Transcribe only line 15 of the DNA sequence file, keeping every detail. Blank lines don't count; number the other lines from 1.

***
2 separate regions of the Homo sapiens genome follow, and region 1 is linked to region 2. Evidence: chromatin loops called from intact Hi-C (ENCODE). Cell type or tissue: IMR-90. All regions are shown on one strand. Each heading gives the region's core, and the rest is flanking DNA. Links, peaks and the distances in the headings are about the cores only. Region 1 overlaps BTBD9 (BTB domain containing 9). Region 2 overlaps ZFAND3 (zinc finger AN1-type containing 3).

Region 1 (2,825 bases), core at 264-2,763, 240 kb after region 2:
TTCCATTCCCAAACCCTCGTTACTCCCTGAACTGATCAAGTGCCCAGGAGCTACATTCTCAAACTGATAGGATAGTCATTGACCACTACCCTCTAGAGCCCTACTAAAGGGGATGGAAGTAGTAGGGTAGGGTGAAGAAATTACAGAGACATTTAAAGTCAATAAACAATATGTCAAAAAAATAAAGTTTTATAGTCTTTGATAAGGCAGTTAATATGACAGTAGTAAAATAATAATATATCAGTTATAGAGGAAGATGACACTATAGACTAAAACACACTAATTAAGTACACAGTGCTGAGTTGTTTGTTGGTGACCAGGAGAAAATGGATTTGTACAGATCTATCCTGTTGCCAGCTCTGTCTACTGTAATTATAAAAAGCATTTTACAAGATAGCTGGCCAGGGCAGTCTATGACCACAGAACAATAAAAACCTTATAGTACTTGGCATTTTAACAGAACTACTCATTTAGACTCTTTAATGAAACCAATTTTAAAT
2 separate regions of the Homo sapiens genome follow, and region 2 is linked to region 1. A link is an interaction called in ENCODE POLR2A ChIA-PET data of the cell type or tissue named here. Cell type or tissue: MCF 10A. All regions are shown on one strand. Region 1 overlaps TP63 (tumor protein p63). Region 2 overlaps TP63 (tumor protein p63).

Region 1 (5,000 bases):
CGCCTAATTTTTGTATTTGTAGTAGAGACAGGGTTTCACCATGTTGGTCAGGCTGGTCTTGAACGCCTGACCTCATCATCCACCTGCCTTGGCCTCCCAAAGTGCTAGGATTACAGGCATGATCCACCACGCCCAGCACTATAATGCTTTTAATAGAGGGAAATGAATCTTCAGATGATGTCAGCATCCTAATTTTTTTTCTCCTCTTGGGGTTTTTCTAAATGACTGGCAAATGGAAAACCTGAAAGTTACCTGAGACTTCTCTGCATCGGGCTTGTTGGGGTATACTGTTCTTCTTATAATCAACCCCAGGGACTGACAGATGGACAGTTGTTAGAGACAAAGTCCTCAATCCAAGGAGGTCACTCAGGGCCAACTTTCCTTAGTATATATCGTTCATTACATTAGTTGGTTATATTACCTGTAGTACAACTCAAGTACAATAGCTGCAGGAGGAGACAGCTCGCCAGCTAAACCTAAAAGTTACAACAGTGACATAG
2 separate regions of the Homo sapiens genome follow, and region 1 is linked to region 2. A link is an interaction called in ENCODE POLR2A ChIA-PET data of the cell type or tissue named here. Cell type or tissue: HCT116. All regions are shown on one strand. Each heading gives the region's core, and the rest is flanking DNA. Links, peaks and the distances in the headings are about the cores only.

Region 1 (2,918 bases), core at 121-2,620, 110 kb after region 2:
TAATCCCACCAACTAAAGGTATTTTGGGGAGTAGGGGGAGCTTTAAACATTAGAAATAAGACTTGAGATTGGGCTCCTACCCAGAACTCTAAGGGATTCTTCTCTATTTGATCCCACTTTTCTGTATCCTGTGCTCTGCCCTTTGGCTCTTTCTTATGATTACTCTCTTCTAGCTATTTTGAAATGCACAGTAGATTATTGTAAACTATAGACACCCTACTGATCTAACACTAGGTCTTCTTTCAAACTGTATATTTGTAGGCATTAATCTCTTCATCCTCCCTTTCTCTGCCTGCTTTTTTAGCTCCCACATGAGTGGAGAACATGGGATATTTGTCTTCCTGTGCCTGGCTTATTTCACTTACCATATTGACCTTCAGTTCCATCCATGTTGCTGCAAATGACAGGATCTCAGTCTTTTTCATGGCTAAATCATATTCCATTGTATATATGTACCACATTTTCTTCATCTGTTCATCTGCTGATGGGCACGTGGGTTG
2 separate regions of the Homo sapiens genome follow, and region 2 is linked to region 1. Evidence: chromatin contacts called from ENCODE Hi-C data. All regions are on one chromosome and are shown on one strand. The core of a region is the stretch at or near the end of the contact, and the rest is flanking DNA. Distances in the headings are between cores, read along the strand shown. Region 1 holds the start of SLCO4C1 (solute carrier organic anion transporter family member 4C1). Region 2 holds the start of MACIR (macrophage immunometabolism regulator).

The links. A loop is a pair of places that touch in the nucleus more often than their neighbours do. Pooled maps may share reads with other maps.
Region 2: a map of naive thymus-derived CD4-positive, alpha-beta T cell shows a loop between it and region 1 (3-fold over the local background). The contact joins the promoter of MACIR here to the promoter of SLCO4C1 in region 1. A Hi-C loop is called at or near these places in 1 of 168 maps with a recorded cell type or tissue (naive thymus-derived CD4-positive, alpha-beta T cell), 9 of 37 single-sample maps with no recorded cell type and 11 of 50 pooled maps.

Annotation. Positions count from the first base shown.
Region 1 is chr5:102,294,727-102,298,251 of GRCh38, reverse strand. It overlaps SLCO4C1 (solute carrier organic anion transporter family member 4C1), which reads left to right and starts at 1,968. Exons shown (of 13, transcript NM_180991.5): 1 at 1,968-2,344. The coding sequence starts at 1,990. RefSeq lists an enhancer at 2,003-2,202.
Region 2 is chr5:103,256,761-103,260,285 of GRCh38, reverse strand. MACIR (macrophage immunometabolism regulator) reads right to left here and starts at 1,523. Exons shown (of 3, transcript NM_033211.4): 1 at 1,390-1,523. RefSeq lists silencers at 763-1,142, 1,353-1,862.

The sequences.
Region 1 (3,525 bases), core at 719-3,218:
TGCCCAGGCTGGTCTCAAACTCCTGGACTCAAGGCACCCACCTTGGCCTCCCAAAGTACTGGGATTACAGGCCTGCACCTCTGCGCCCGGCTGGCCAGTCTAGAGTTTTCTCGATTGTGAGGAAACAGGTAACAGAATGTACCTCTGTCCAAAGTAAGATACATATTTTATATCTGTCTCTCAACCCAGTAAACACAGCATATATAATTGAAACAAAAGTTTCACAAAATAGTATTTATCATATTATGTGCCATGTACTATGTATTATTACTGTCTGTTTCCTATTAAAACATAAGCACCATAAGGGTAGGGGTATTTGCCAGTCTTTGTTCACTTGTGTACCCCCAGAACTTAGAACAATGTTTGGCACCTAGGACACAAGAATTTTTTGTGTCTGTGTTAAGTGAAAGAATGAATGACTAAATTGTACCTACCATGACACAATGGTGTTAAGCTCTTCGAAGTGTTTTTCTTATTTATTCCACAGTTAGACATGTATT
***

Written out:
Region 2 is chr5:103,256,761-103,260,285 of GRCh38, reverse strand. MACIR (macrophage immunometabolism regulator) reads right to left here and starts at 1,523. Exons shown (of 3, transcript NM_033211.4): 1 at 1,390-1,523. RefSeq lists silencers at 763-1,142, 1,353-1,862.